John Shakespear

John Shakespear (August 1774 – 1858) was an orientalist and professor of Hindustani.[1]

John Shakespear was born in Lount, Leicestershire, in August 1774, the son of a poor farmer. He was educated at the parish school at Staunton Harold and then at a school kept by a clergyman, who brought him to the notice of Francis Rawdon-Hastings. Lord Rawdon sent young Shakespeare to London to study Arabic under John Richardson. From 1805 to 1809 Shakespear held an orientalist professorship at the Royal Military College, Marlow. In 1809 he was appointed professor of Hindustani at Addiscombe Military Seminary and held the professorship until his retirement in 1829 with a pension of £300 per annum.[1]

Shakespear's A Hindustani Grammar (1813) was published as a condensed grammar to replace John B. Gilchrist's A Grammar of Hindoostanee Language (1796), which had gone out of print.[2]

In retirement he bought Langley Priory in Leicestershire. Believing that he might be descended from a branch of William Shakespeare's family, John Shakespear in 1856 gave £2,500 to the trustees of the fund for preserving Shakespeare's Birthplace at Stratford-upon-Avon. He died unmarried in 1858 and his estate was inherited by his nephew, Charles Bowles, who took the surname Shakespear.[1]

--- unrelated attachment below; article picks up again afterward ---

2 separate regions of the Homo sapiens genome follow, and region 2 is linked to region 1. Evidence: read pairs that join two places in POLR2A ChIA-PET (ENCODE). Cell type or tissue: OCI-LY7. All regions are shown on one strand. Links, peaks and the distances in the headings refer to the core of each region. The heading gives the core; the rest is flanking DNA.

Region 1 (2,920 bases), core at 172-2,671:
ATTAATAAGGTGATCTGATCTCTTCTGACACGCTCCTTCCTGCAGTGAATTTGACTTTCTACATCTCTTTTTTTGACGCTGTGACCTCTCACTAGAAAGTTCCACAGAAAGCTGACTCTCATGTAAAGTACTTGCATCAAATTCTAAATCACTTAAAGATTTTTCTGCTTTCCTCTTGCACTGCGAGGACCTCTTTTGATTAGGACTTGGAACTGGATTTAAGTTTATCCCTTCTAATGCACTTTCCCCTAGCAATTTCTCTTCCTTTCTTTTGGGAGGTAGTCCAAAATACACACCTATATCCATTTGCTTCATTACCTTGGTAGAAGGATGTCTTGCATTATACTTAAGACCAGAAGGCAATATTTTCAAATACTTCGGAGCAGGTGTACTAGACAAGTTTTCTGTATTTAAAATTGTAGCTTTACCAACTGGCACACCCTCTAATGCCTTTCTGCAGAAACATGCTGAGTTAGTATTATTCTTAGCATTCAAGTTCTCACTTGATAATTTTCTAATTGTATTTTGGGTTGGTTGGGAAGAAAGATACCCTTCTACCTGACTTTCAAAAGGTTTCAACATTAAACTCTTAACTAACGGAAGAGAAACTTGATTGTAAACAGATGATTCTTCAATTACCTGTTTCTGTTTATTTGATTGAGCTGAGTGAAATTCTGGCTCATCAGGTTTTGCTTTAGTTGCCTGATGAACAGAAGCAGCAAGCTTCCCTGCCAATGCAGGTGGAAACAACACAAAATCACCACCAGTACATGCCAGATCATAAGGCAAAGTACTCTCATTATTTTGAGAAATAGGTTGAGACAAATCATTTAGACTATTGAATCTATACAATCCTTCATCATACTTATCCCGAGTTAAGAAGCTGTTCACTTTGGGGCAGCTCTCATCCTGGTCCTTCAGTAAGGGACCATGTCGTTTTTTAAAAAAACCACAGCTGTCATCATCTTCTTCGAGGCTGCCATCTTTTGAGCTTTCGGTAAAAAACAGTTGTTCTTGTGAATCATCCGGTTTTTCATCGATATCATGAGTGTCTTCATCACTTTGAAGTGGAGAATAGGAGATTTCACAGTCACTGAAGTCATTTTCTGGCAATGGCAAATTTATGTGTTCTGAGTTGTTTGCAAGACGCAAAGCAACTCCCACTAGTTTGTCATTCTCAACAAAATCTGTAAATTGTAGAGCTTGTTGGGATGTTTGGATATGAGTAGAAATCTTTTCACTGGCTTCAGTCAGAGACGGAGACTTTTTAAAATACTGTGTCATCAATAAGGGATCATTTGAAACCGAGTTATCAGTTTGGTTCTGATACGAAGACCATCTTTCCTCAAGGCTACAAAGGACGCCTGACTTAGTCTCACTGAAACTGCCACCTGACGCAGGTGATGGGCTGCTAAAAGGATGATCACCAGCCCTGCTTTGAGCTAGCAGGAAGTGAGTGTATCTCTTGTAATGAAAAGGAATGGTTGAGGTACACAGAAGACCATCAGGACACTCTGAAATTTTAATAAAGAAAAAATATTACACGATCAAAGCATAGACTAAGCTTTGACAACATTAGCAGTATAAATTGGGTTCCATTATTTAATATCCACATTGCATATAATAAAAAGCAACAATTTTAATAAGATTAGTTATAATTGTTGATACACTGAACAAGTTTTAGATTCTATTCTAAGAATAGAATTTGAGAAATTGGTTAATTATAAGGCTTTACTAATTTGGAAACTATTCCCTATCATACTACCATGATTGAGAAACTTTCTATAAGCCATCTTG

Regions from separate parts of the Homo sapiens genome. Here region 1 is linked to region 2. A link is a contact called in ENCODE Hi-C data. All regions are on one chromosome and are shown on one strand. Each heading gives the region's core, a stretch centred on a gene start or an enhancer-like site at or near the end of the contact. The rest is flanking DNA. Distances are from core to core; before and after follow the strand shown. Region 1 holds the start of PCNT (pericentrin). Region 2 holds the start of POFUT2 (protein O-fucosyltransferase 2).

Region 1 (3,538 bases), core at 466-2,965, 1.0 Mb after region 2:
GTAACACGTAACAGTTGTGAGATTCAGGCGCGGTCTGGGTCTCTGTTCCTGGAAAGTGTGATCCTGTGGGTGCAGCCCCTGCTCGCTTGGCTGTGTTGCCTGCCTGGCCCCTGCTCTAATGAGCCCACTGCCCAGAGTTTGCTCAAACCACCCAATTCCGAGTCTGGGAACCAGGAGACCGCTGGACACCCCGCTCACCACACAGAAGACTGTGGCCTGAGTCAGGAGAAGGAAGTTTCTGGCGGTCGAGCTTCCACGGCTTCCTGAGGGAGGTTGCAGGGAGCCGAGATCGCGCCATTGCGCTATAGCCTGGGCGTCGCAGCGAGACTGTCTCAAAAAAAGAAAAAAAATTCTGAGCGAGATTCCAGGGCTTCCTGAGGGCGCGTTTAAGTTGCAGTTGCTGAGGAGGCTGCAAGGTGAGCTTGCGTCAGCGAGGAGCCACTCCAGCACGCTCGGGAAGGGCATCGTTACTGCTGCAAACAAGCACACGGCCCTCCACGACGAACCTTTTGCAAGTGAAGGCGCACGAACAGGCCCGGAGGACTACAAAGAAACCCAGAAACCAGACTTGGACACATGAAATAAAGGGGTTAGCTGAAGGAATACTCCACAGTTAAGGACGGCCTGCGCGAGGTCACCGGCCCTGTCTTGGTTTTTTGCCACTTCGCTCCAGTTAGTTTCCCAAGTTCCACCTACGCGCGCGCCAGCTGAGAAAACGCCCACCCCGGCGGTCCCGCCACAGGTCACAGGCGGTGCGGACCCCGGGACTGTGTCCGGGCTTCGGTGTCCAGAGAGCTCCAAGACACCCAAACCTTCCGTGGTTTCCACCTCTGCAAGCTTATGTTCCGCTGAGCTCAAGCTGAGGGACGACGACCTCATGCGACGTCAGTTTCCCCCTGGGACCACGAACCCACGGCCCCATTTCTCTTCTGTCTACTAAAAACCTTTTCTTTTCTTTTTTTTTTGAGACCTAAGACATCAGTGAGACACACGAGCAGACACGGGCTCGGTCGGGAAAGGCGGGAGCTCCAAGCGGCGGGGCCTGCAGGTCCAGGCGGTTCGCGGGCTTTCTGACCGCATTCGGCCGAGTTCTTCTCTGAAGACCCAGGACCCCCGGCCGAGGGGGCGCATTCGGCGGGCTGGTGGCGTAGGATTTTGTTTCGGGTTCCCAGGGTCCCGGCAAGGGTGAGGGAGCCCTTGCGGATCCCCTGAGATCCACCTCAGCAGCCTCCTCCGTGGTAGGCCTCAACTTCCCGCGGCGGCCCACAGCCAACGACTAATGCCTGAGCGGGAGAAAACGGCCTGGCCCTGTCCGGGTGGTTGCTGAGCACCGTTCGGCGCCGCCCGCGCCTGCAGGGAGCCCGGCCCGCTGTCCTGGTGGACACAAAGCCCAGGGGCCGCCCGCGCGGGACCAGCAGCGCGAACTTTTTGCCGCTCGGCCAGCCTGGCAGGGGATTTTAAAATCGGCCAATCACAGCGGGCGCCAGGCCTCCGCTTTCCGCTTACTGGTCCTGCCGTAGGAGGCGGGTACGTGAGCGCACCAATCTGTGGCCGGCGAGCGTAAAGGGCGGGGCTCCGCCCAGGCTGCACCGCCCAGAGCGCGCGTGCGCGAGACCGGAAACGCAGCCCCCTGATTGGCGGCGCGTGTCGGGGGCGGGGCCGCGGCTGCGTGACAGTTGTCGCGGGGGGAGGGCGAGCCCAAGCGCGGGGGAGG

In 1835 H. P. Briggs painted Shakespear's portrait, which was at Langley Priory for many years.[1]

Selected publicationsEdit

  • Hindustani Grammar, 1813; 4th edition, 1843; 6th edition, 1855.
  • Dictionary of Hindustani and English, 1817; 3rd edition, 1834; to the fourth edition of 1849 was added an English-Hindustani Dictionary.
  • Muntakhabat-i-Hindi, Selections in Hindustani, 1817–18.
  • Introduction to the Hindustani Language, 1845.

ReferencesEdit

  1. ^ a b c d   This article incorporates text from a publication now in the public domainWheeler, Stephen Edward (1897). "Shakespear, John". In Lee, Sidney (ed.). Dictionary of National Biography. 51. London: Smith, Elder & Co. pp. 345–346.
  2. ^ Bhatia, Tej K. (1987). A History of the Hindi Grammatical Tradition. E. J. Brill. p. 88.